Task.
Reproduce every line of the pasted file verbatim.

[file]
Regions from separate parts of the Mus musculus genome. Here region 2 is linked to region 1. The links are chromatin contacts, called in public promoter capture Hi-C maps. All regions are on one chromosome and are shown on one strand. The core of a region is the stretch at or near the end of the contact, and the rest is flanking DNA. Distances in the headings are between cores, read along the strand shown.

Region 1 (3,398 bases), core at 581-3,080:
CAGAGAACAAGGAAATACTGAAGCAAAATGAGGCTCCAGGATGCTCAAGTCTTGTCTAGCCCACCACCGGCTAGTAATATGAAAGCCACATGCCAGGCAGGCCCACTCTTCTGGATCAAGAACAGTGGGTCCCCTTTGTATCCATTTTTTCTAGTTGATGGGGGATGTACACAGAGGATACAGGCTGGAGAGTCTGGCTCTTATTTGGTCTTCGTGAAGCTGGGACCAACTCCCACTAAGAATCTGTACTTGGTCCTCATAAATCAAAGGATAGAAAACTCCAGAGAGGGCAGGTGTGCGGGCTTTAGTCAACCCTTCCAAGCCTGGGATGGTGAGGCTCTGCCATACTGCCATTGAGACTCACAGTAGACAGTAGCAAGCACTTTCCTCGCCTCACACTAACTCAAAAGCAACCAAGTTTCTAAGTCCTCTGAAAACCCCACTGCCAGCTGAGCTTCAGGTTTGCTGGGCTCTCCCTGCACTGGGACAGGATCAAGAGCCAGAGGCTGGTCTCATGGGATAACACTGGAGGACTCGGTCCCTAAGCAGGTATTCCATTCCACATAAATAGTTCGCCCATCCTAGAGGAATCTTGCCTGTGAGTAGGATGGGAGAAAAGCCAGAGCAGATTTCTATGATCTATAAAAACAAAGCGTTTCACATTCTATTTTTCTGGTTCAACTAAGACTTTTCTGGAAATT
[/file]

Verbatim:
Regions from separate parts of the Mus musculus genome. Here region 2 is linked to region 1. The links are chromatin contacts, called in public promoter capture Hi-C maps. All regions are on one chromosome and are shown on one strand. The core of a region is the stretch at or near the end of the contact, and the rest is flanking DNA. Distances in the headings are between cores, read along the strand shown.

Region 1 (3,398 bases), core at 581-3,080:
CAGAGAACAAGGAAATACTGAAGCAAAATGAGGCTCCAGGATGCTCAAGTCTTGTCTAGCCCACCACCGGCTAGTAATATGAAAGCCACATGCCAGGCAGGCCCACTCTTCTGGATCAAGAACAGTGGGTCCCCTTTGTATCCATTTTTTCTAGTTGATGGGGGATGTACACAGAGGATACAGGCTGGAGAGTCTGGCTCTTATTTGGTCTTCGTGAAGCTGGGACCAACTCCCACTAAGAATCTGTACTTGGTCCTCATAAATCAAAGGATAGAAAACTCCAGAGAGGGCAGGTGTGCGGGCTTTAGTCAACCCTTCCAAGCCTGGGATGGTGAGGCTCTGCCATACTGCCATTGAGACTCACAGTAGACAGTAGCAAGCACTTTCCTCGCCTCACACTAACTCAAAAGCAACCAAGTTTCTAAGTCCTCTGAAAACCCCACTGCCAGCTGAGCTTCAGGTTTGCTGGGCTCTCCCTGCACTGGGACAGGATCAAGAGCCAGAGGCTGGTCTCATGGGATAACACTGGAGGACTCGGTCCCTAAGCAGGTATTCCATTCCACATAAATAGTTCGCCCATCCTAGAGGAATCTTGCCTGTGAGTAGGATGGGAGAAAAGCCAGAGCAGATTTCTATGATCTATAAAAACAAAGCGTTTCACATTCTATTTTTCTGGTTCAACTAAGACTTTTCTGGAAATT